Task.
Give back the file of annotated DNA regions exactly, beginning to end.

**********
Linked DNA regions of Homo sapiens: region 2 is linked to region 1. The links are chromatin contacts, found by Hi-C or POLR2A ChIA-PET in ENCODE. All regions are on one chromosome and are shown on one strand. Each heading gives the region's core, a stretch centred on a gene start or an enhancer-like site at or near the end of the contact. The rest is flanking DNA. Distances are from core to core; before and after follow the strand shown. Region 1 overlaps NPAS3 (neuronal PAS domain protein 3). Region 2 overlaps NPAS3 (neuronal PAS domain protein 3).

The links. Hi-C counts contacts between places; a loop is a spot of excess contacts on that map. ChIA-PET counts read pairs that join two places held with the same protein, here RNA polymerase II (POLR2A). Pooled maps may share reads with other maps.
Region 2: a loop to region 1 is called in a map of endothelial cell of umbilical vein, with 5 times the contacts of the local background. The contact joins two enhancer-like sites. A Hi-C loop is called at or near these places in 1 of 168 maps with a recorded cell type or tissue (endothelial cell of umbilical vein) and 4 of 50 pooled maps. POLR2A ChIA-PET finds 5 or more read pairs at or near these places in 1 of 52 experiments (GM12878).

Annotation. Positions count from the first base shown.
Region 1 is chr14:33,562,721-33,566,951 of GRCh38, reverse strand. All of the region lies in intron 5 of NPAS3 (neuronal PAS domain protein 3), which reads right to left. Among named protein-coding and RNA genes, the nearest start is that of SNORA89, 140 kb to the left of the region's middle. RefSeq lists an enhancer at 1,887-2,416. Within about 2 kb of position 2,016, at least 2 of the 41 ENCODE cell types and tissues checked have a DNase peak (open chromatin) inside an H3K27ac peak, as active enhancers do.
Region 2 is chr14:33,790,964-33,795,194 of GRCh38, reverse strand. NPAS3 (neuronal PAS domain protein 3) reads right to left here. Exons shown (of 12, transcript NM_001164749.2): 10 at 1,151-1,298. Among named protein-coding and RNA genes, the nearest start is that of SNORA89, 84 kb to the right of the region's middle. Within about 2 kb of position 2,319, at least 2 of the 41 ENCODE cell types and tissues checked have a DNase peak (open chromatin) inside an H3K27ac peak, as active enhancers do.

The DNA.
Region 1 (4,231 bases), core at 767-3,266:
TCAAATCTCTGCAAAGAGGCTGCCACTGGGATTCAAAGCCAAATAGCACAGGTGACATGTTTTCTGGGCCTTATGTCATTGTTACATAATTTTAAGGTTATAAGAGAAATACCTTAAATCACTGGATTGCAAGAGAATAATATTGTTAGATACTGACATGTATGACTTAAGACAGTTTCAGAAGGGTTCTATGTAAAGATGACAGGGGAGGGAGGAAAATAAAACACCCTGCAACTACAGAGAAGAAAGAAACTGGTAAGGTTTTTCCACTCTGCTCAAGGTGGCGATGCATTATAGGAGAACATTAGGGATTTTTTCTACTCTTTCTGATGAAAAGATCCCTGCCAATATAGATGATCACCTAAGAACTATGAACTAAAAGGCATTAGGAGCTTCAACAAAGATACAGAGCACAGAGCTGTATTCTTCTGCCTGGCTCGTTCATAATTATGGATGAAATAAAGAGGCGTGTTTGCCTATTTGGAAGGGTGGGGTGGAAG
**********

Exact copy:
Linked DNA regions of Homo sapiens: region 2 is linked to region 1. The links are chromatin contacts, found by Hi-C or POLR2A ChIA-PET in ENCODE. All regions are on one chromosome and are shown on one strand. Each heading gives the region's core, a stretch centred on a gene start or an enhancer-like site at or near the end of the contact. The rest is flanking DNA. Distances are from core to core; before and after follow the strand shown. Region 1 overlaps NPAS3 (neuronal PAS domain protein 3). Region 2 overlaps NPAS3 (neuronal PAS domain protein 3).

The links. Hi-C counts contacts between places; a loop is a spot of excess contacts on that map. ChIA-PET counts read pairs that join two places held with the same protein, here RNA polymerase II (POLR2A). Pooled maps may share reads with other maps.
Region 2: a loop to region 1 is called in a map of endothelial cell of umbilical vein, with 5 times the contacts of the local background. The contact joins two enhancer-like sites. A Hi-C loop is called at or near these places in 1 of 168 maps with a recorded cell type or tissue (endothelial cell of umbilical vein) and 4 of 50 pooled maps. POLR2A ChIA-PET finds 5 or more read pairs at or near these places in 1 of 52 experiments (GM12878).

Annotation. Positions count from the first base shown.
Region 1 is chr14:33,562,721-33,566,951 of GRCh38, reverse strand. All of the region lies in intron 5 of NPAS3 (neuronal PAS domain protein 3), which reads right to left. Among named protein-coding and RNA genes, the nearest start is that of SNORA89, 140 kb to the left of the region's middle. RefSeq lists an enhancer at 1,887-2,416. Within about 2 kb of position 2,016, at least 2 of the 41 ENCODE cell types and tissues checked have a DNase peak (open chromatin) inside an H3K27ac peak, as active enhancers do.
Region 2 is chr14:33,790,964-33,795,194 of GRCh38, reverse strand. NPAS3 (neuronal PAS domain protein 3) reads right to left here. Exons shown (of 12, transcript NM_001164749.2): 10 at 1,151-1,298. Among named protein-coding and RNA genes, the nearest start is that of SNORA89, 84 kb to the right of the region's middle. Within about 2 kb of position 2,319, at least 2 of the 41 ENCODE cell types and tissues checked have a DNase peak (open chromatin) inside an H3K27ac peak, as active enhancers do.

The DNA.
Region 1 (4,231 bases), core at 767-3,266:
TCAAATCTCTGCAAAGAGGCTGCCACTGGGATTCAAAGCCAAATAGCACAGGTGACATGTTTTCTGGGCCTTATGTCATTGTTACATAATTTTAAGGTTATAAGAGAAATACCTTAAATCACTGGATTGCAAGAGAATAATATTGTTAGATACTGACATGTATGACTTAAGACAGTTTCAGAAGGGTTCTATGTAAAGATGACAGGGGAGGGAGGAAAATAAAACACCCTGCAACTACAGAGAAGAAAGAAACTGGTAAGGTTTTTCCACTCTGCTCAAGGTGGCGATGCATTATAGGAGAACATTAGGGATTTTTTCTACTCTTTCTGATGAAAAGATCCCTGCCAATATAGATGATCACCTAAGAACTATGAACTAAAAGGCATTAGGAGCTTCAACAAAGATACAGAGCACAGAGCTGTATTCTTCTGCCTGGCTCGTTCATAATTATGGATGAAATAAAGAGGCGTGTTTGCCTATTTGGAAGGGTGGGGTGGAAG